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I fish the J quite often and I too have noticed more rainbows in the last 2 or 3 years. From what I have been told there coming from Spruce Cr. I've noticed that there not just in a specific area they seemed to be well scattered out on the river. Have not caught many rainbows over 14" but I am sure that will happen soon enough just from what I caught and what I am hearing from others. As far as having rainbows in the J. I think the fishery will be able to handle it. There was some talk at one time by the Little Juniata Association about raising rainbows to stock,but I think that was put on the back burner for a while till more studies were done. Well, now that they are in there lets see what happens. I welcome it.

Posted on: 2012/8/27 14:13


Re: Little J rainbows

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what wetfly wrote is correct that the idea of establishing wild rainbows in the J through introduction was batted around a bit. Before people get too alarmed about the prospect of the LJRA stocking the j, "raising rainbows to stock" isn't quite what some may think it means.
The idea was to obtain wild rainbow eggs and establish a wild rainbow trout nursery in one of tribs to see if they would take hold in the main branch. They were not talking about the PFBC trucks coming to dump a bunch of raceway pigs into the J (wetfly, I know that's not what you meant, but it could be read that way).
The idea was tabled because concerns were raised and the area they would use for culturing the fish is not ready. I suspect they are taking a wait and see approach to the outcome of the obvious increase in bows on the river.

Again, if anyone has constructive opinions or important information about this topic, bring it to the attention of the LJRA on its website or to its monthly meetings.

Posted on: 2012/8/27 14:43


Re: Little J rainbows

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In the late 1980s, Marty Marcinko, then head of the PFBC's trout management program, told me this:

In the southern Appalachians, rainbow trout displacement of brook trout is a big problem.

To avoid the possibility of the same thing happening in PA, it is probably not a good idea to spread wild strain rainbow trout around.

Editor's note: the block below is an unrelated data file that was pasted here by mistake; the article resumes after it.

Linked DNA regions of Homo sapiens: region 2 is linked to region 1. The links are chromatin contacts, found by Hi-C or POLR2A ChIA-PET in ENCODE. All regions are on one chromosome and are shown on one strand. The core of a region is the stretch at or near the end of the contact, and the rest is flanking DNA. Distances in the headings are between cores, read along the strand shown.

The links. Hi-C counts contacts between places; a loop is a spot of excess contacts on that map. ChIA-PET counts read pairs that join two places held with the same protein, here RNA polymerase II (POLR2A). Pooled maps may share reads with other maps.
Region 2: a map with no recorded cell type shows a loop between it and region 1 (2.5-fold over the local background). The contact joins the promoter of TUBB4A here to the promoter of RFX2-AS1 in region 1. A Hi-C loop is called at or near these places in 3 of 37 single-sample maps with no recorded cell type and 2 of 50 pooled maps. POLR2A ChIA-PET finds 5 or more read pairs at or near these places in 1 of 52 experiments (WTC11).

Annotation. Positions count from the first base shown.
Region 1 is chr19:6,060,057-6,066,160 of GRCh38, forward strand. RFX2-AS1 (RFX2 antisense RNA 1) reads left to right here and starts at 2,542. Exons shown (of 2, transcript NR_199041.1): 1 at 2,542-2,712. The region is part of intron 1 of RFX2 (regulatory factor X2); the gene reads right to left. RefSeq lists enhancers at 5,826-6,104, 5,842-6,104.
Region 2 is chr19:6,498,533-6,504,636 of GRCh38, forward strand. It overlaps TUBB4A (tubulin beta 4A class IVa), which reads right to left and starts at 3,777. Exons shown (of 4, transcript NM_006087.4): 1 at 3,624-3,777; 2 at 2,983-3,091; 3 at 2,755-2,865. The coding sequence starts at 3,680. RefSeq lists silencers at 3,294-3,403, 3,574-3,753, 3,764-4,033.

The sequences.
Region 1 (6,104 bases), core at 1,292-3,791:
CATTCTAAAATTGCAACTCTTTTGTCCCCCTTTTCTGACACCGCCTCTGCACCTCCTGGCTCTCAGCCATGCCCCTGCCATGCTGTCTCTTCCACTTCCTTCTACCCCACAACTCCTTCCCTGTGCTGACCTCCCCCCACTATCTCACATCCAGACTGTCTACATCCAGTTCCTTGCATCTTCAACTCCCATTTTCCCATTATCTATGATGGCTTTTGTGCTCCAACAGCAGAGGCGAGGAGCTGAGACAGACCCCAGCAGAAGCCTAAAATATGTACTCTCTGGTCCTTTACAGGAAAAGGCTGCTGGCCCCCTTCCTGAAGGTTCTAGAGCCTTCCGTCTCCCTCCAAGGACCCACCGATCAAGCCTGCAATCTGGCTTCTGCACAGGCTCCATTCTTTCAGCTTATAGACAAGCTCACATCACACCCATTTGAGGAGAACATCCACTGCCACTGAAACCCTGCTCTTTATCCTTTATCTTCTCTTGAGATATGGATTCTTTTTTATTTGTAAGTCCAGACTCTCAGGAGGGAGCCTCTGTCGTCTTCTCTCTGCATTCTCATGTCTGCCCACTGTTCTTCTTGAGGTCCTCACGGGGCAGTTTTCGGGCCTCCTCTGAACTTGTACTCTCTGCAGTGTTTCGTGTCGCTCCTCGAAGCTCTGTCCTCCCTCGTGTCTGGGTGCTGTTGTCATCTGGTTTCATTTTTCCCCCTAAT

I agreed with him then, and still hold the same view today. If you do a little Googling, you can find articles about rainbows displacing brookies in the Smoky Mountains.

The Little J itself does not hold brook trout, but some of its tributaries do. And the more populations of wild rainbows are established in PA, the more likely it becomes that they will be introduced into our freestone streams that support native brookies.

Posted on: 2012/8/27 15:51


Re: Little J rainbows

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Quote:
In the southern Appalachians, rainbow trout displacement of brook trout is a big problem.


This is no joke. Most of the little mountain streams in the south that would hold brookies are full of rainbows.

Not sure how likely it is that this would happen in PA. Seems like so many rainbows have been introduced into PA streams that if they were going to gain a foothold it would have happened already. Certainly we wouldn't want to see PA brook trout displaced in the way the southern brookies have been. It's very extensive.


Posted on: 2012/8/27 18:24


Re: Little J rainbows

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Quote:

midnightangler wrote:
Quote:
In the southern Appalachians, rainbow trout displacement of brook trout is a big problem.


This is no joke. Most of the little mountain streams in the south that would hold brookies are full of rainbows.

Not sure how likely it is that this would happen in PA. Seems like so many rainbows have been introduced into PA streams that if they were going to gain a foothold it would have happened already. Certainly we wouldn't want to see PA brook trout displaced in the way the southern brookies have been. It's very extensive.



It has to do with the strains of trout introduced. The PFBC hatchery strain rainbows are a highly domesticated strain, so rarely reproduce.

Where wild rainbow populations exist in PA, it has been because of private stockings of rainbow trout that are closer to wild strain fish.


Posted on: 2012/8/27 20:27